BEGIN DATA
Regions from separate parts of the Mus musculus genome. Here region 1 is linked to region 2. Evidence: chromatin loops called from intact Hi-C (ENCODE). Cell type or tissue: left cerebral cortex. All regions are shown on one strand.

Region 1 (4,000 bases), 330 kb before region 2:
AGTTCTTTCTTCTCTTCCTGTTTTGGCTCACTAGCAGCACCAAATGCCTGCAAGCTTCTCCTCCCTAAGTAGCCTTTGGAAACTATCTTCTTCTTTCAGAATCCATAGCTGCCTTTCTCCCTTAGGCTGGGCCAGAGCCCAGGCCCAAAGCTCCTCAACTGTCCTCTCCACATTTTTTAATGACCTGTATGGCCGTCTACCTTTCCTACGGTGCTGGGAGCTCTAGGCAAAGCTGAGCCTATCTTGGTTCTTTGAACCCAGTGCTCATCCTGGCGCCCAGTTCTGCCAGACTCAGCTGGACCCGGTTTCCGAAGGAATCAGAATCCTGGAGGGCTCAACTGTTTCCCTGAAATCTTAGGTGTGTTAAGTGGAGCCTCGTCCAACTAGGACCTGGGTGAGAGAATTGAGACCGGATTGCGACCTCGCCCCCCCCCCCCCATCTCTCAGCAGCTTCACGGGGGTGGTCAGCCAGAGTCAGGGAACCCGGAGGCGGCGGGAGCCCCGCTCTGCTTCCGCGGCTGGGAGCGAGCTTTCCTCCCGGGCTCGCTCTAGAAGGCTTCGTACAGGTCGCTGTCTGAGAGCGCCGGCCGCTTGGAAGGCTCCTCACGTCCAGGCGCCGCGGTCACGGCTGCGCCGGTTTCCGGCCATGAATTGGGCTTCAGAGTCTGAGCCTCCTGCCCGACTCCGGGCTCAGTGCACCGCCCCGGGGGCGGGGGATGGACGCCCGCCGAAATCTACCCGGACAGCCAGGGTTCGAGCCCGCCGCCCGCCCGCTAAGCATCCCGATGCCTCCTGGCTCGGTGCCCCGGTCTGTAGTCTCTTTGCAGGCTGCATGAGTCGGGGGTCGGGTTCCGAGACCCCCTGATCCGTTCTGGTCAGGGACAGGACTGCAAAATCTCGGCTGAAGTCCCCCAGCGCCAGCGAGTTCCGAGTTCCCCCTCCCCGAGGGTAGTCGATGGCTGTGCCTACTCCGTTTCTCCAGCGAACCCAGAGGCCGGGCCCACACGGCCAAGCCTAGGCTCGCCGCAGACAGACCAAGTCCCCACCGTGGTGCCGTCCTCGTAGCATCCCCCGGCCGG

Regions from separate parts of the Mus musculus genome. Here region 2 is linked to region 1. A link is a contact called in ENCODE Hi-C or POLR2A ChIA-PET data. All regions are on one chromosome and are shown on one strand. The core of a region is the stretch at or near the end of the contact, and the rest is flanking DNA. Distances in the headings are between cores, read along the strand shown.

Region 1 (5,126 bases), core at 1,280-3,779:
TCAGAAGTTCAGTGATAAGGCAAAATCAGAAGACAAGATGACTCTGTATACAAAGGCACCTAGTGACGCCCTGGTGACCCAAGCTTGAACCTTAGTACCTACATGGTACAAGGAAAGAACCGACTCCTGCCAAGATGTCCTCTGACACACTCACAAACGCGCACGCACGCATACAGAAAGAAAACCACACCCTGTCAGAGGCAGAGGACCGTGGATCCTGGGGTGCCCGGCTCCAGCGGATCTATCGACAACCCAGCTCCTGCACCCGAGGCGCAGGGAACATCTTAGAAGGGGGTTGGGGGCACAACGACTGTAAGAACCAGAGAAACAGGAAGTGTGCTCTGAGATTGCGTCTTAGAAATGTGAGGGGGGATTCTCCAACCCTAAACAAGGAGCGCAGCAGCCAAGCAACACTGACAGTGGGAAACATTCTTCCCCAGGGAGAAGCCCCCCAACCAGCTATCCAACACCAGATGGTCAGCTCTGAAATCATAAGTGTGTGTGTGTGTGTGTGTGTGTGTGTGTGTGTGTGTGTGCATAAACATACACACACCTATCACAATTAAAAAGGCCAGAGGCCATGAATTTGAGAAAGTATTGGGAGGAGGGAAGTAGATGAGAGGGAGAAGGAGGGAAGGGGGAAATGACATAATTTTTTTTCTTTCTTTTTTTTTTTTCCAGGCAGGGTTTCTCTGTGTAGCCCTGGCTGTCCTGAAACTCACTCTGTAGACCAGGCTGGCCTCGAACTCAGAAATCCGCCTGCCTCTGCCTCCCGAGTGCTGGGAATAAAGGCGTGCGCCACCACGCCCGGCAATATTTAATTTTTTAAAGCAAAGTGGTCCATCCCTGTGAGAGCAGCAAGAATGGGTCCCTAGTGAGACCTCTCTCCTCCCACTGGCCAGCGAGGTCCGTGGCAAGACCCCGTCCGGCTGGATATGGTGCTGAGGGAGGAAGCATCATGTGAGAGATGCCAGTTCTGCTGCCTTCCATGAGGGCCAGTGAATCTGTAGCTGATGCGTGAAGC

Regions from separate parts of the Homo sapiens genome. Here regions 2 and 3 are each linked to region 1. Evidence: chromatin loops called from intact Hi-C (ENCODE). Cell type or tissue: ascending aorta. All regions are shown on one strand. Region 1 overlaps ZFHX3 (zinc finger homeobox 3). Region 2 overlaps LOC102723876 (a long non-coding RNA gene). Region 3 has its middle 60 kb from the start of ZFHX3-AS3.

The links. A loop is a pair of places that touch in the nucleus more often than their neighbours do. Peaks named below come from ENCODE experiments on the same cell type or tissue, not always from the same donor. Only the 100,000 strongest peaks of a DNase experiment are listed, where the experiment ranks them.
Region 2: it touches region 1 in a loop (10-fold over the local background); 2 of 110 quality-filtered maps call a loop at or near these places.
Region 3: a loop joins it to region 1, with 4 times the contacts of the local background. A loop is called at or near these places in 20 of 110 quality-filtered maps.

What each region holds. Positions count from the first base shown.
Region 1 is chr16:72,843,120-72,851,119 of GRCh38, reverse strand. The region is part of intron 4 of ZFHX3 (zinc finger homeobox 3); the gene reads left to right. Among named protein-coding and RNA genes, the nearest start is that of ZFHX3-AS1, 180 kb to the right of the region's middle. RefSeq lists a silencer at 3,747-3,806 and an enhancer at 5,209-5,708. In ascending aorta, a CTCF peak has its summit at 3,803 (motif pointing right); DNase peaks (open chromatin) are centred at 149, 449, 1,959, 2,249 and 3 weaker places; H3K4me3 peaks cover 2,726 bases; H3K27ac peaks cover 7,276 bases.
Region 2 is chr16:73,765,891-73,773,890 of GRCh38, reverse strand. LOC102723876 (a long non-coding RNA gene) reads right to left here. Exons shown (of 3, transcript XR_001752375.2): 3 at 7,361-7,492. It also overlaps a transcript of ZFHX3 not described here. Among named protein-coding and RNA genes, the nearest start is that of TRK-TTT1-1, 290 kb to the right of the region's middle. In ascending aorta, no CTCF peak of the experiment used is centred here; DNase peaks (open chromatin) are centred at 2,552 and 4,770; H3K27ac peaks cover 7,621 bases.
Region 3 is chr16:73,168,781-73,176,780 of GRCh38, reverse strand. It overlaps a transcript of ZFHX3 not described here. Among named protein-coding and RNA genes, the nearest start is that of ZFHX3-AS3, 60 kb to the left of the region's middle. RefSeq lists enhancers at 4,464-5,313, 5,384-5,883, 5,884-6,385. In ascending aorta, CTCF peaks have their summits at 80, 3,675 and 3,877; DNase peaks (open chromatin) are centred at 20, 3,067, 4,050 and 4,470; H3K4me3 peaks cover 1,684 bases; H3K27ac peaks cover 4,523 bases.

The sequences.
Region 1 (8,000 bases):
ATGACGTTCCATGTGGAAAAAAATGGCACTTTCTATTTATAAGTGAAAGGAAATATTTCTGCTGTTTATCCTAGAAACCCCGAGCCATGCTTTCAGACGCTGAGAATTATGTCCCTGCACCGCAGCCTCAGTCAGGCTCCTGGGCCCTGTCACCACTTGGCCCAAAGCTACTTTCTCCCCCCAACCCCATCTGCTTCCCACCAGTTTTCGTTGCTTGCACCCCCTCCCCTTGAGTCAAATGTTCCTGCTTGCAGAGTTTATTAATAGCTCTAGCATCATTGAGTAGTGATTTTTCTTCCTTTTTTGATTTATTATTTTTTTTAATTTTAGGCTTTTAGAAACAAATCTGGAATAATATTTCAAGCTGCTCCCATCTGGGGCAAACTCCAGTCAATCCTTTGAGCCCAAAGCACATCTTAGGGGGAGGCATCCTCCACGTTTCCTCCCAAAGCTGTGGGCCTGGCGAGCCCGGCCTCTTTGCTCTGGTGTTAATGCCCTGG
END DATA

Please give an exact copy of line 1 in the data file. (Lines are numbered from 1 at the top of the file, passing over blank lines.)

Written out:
Regions from separate parts of the Mus musculus genome. Here region 1 is linked to region 2. Evidence: chromatin loops called from intact Hi-C (ENCODE). Cell type or tissue: left cerebral cortex. All regions are shown on one strand.